"That lady, I applaud her," Tumlinson said. "I'm going to send her a Christmas card—I'm going to tell you that—with a gift certificate for getting me on the ground."

Southwest Releases Statement from Captain Shults and First Officer Darren Ellisor 

Shults has not spoken publicly about the April 17th incident since it occurred, but Southwest Airlines posted a statement from both Shults and the flight's first officer, Darren Ellisor, on the company's Twitter account on April 18, 2018. 

As Captain and First Officer of the Crew of five who worked to serve our Customers aboard Flight 1380 yesterday, we all feel we were simply doing our jobs. Our hearts are heavy. On behalf of the entire Crew, we appreciate the outpouring of support from the public and our coworkers as we all reflect on one family’s profound loss. We joined our Company today in focused work and interviews with investigators. We are not conducting media interview and we ask that the public and the media respect our focus.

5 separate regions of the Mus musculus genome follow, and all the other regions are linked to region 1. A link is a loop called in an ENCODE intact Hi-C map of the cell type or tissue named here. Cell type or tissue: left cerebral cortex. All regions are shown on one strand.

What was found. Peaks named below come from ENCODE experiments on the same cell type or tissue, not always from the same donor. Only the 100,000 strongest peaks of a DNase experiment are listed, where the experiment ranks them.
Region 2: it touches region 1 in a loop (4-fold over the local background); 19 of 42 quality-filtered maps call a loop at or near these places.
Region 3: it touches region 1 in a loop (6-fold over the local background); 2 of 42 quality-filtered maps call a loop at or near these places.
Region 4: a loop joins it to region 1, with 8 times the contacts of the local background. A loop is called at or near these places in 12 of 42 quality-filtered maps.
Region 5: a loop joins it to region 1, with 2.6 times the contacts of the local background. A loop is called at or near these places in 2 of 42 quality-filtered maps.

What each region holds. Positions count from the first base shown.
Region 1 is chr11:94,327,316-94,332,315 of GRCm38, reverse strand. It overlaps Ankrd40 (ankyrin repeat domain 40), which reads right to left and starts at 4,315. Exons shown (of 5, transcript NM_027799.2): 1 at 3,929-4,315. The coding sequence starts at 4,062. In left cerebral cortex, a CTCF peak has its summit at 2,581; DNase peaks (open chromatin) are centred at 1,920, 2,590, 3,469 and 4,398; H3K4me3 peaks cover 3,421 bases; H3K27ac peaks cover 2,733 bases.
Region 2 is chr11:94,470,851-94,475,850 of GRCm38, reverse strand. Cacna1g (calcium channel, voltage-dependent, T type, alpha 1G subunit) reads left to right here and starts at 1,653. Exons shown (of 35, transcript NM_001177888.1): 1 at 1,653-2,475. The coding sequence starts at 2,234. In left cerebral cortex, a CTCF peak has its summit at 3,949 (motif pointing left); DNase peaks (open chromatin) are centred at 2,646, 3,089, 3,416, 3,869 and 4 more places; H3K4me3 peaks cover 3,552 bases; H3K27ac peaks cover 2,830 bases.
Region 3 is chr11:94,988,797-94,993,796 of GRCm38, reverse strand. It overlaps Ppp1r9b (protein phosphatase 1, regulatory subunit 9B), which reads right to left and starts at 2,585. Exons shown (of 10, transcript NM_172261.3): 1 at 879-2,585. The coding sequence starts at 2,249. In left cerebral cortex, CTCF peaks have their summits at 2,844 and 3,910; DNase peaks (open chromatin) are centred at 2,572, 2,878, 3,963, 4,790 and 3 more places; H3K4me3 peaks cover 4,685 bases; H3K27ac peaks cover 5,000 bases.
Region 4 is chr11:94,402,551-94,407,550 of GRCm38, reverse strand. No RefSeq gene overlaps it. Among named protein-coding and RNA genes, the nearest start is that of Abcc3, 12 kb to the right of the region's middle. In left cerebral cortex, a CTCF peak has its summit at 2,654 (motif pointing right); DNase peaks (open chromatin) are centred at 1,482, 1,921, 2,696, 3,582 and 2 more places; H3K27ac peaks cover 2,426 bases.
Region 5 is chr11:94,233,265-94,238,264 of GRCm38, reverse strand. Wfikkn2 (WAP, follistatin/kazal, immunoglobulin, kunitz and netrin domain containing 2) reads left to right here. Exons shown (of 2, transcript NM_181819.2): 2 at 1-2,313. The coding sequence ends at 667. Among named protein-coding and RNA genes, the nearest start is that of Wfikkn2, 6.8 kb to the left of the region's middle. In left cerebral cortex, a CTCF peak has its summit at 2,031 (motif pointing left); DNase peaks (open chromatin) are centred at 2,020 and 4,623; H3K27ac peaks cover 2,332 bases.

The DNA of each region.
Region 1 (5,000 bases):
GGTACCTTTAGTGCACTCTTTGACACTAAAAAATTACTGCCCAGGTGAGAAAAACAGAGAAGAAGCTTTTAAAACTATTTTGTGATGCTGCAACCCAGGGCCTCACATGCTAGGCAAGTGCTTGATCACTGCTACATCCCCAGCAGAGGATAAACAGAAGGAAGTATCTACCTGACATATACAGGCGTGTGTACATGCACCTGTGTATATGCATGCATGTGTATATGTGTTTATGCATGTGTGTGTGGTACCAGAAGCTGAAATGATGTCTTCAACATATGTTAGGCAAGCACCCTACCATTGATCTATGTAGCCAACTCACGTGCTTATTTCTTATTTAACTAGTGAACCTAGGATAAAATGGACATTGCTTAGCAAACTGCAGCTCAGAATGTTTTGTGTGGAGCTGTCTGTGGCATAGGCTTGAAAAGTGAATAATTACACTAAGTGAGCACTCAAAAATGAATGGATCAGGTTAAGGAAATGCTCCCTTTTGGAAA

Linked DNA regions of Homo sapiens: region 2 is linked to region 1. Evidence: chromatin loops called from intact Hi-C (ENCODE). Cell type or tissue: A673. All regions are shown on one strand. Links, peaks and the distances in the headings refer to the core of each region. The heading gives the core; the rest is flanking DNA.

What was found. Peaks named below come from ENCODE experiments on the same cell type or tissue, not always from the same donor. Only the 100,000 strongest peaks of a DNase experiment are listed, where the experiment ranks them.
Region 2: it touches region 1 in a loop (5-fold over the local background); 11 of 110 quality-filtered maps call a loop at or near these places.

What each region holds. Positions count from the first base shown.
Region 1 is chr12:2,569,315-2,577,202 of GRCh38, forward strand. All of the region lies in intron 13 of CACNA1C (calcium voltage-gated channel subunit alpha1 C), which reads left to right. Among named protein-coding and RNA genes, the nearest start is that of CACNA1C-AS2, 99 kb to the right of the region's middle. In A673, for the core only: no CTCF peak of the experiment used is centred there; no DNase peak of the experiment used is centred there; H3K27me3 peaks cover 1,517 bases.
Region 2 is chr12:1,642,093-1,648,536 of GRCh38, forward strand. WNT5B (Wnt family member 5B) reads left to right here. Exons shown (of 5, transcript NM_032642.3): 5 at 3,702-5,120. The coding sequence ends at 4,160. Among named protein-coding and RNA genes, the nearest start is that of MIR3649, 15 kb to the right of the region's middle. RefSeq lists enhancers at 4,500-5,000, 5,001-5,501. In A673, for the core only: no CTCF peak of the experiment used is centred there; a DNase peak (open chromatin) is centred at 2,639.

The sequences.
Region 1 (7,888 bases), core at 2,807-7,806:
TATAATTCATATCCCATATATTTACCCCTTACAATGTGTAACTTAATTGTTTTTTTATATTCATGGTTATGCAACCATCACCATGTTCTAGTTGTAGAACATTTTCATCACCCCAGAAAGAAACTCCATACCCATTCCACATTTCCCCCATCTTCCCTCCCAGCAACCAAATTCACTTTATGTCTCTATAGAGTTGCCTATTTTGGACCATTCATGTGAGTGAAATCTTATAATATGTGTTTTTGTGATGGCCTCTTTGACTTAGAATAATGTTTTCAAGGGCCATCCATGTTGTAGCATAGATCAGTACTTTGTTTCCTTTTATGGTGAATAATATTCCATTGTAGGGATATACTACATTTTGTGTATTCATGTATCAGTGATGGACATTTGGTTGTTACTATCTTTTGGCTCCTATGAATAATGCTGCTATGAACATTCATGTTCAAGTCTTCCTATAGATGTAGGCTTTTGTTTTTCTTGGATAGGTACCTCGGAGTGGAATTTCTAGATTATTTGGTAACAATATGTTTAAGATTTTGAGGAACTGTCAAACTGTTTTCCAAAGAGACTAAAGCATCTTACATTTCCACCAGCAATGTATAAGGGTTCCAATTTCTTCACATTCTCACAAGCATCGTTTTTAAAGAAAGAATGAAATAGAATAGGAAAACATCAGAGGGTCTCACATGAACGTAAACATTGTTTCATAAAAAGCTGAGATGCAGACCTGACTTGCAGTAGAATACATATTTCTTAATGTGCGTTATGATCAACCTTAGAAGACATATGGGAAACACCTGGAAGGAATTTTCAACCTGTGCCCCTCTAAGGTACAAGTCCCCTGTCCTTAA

Captain Shults Loved Flying Since Her Youth 

Shults' quick thinking and careful response to the tragedy on Southwest 1380 come after a lifetime spent pursuing a career as a pilot.

Originally from Tularosa, New Mexico, Shults lived not far from Holloman Air Force Base and knew early on she wanted to be a pilot. She even attempted to take part in aviation career day at Tularosa High School while a student there, but was told they did not accept girls.

Shults eventually decided to attend MidAmerica Nazarene University and studied biology and agribusiness, but her dream of becoming a pilot prevailed, and after discovering a girl in the Air Force class of a friend's brother, applied to join.

The Air Force, however, would not allow Shults to take the test to become a pilot, and so she turned to the Navy, where she would become one of the first female fighter pilots for the U.S. Navy and one of the first women to pilot an F-18. Shults went on to become an instructor pilot with the Navy before resigning her commission in 1993 and joining Southwest Airlines as a pilot.

Longtime friends of Shults say that the calm and composed demeanor she exhibited during the emergency is nothing new. According to them, that's how she operates.

"That’s what she does, and she's good at it," Kim Young, a friend of Shults, told the Kansas City Star